Once again trying to qualify your statements that are not a requirement of the sponsorship support. Former illegal aliens are living in the United States, many have even naturalized. They really don't care whether they are accepted by you, nor how your classify their valid relationships.
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Old 07-27-2013, 02:21 PM
 
47,576 posts, read 58,932,169 times
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Quote:
Originally Posted by IBMMuseum View Post
Hint: Even the others that are able to go through the system within the United States are following the same "legal process" as provided by the I-601. You're not picking up on that nuance.



Once again trying to qualify your statements that are not a requirement of the sponsorship support. Former illegal aliens are living in the United States, many have even naturalized. They really don't care whether they are accepted by you, nor how your classify their valid relationships.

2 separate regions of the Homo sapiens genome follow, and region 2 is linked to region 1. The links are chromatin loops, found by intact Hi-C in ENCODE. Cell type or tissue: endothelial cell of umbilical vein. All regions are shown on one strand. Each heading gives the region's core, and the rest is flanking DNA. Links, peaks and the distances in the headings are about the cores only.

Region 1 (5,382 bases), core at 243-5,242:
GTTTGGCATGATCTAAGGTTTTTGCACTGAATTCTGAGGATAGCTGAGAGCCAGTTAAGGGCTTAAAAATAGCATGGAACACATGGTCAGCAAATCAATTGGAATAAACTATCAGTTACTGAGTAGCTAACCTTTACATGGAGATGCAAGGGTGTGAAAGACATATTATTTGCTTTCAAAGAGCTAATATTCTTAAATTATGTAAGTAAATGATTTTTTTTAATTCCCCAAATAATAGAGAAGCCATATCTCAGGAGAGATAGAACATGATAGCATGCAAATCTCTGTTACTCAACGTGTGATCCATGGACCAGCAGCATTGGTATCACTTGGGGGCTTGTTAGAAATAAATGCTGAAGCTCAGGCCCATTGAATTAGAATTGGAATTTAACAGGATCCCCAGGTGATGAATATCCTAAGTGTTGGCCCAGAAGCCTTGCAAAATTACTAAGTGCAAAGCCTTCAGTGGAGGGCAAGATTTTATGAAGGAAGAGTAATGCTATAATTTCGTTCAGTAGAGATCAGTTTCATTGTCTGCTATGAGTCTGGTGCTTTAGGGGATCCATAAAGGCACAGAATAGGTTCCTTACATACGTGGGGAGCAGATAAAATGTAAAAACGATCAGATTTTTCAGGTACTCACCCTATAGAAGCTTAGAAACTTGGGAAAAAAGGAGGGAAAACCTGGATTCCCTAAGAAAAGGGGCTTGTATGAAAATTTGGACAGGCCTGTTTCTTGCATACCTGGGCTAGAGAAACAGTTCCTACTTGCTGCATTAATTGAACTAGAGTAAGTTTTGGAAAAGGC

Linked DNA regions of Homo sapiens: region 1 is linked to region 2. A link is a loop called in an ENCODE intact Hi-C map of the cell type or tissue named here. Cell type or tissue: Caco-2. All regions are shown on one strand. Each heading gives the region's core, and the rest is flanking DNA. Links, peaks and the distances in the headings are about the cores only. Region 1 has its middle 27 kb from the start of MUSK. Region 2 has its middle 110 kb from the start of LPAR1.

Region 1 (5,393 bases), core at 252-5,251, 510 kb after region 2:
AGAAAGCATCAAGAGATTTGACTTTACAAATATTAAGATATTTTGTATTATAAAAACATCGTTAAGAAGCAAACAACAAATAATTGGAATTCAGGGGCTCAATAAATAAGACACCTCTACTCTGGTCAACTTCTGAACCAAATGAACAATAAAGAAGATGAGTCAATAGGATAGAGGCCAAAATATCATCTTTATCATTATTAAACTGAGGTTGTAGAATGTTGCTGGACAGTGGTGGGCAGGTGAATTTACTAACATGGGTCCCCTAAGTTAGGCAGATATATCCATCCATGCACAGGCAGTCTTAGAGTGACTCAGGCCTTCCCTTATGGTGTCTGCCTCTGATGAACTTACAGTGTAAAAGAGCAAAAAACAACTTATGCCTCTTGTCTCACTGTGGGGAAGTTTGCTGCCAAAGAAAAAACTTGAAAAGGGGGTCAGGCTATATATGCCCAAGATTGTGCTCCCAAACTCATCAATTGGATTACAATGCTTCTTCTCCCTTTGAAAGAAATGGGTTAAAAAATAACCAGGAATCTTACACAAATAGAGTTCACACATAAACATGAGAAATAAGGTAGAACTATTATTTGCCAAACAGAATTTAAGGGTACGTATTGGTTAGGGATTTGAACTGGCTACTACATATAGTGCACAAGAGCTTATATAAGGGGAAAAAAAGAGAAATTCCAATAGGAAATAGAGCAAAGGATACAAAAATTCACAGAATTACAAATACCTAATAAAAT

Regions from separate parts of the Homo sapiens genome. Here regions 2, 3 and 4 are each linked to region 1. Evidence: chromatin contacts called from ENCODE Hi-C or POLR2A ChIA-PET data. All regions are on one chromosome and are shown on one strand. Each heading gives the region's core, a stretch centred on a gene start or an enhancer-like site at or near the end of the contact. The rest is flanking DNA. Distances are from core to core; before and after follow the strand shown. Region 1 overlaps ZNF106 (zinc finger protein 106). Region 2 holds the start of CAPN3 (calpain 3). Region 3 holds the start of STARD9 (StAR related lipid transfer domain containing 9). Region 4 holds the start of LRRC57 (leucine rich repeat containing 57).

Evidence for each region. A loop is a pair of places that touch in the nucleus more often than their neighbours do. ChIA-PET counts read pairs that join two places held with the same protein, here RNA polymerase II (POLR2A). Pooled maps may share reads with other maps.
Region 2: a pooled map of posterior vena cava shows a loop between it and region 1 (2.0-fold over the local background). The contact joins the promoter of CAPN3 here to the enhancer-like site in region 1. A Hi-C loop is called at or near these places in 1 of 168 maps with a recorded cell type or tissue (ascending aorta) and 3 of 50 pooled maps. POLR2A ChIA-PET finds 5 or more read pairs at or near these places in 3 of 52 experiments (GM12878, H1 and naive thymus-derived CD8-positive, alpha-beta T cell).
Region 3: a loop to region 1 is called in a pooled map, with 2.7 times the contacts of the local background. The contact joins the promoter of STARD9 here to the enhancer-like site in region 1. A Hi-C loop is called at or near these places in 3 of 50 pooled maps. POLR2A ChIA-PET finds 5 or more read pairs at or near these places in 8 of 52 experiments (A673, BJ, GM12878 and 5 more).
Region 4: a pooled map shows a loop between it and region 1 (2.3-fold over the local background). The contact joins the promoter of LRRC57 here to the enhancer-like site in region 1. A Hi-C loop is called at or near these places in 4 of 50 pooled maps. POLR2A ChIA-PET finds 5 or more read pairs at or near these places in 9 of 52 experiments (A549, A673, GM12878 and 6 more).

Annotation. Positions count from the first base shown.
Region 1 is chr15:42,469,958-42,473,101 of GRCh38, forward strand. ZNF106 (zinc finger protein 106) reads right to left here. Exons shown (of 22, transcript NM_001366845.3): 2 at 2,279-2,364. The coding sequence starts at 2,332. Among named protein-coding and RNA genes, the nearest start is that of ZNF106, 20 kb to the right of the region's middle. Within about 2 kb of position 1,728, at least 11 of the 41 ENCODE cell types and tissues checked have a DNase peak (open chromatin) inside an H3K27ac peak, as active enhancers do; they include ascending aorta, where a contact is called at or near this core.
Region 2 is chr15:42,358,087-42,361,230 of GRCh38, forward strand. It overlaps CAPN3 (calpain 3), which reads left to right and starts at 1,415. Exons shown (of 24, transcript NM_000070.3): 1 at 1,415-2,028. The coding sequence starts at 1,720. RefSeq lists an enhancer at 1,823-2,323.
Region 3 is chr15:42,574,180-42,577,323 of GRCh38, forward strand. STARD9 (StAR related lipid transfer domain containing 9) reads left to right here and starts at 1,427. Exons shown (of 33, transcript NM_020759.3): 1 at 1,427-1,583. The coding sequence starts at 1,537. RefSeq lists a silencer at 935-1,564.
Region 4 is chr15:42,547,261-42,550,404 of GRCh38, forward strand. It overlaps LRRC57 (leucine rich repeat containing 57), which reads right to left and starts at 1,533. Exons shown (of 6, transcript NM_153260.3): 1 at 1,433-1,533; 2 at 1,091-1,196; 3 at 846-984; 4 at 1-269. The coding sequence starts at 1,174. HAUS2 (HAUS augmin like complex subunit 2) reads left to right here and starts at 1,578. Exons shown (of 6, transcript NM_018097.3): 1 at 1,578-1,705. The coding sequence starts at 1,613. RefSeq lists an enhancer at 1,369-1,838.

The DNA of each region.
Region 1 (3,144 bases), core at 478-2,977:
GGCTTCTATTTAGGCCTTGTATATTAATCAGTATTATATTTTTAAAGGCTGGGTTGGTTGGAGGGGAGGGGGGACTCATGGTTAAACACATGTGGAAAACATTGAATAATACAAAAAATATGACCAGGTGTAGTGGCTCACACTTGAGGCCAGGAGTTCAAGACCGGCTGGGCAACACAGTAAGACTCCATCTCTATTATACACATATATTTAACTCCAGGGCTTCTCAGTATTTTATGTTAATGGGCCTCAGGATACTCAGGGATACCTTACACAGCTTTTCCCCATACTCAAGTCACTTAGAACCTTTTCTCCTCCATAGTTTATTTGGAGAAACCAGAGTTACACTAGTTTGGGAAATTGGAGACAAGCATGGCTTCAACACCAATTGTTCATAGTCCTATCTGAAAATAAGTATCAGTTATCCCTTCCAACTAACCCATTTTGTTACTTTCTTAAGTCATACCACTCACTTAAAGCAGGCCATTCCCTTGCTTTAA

I'm certainly entitled to my opinion and I think they need to clamp down on the green card marriage abuse and of course of government dependency of immigrants. I don't think any immigrant should be here that needs food stamps and Medicaid.

I also do not think that any illegal should be rewarded with quick easy legal status just because they managed to find someone to marry them so they could get around the laws. No illegal should be treated better than those coming here legally after doing things the right way.

So yes, I'm all for this 10 year stay in their own country. Then if the marriage works come back but I believe the sponsor needs to actually be obligated for the immigrant's financial support. Too often that isn't the case or they quit after a very short time and the immigrant ends up a government dependent.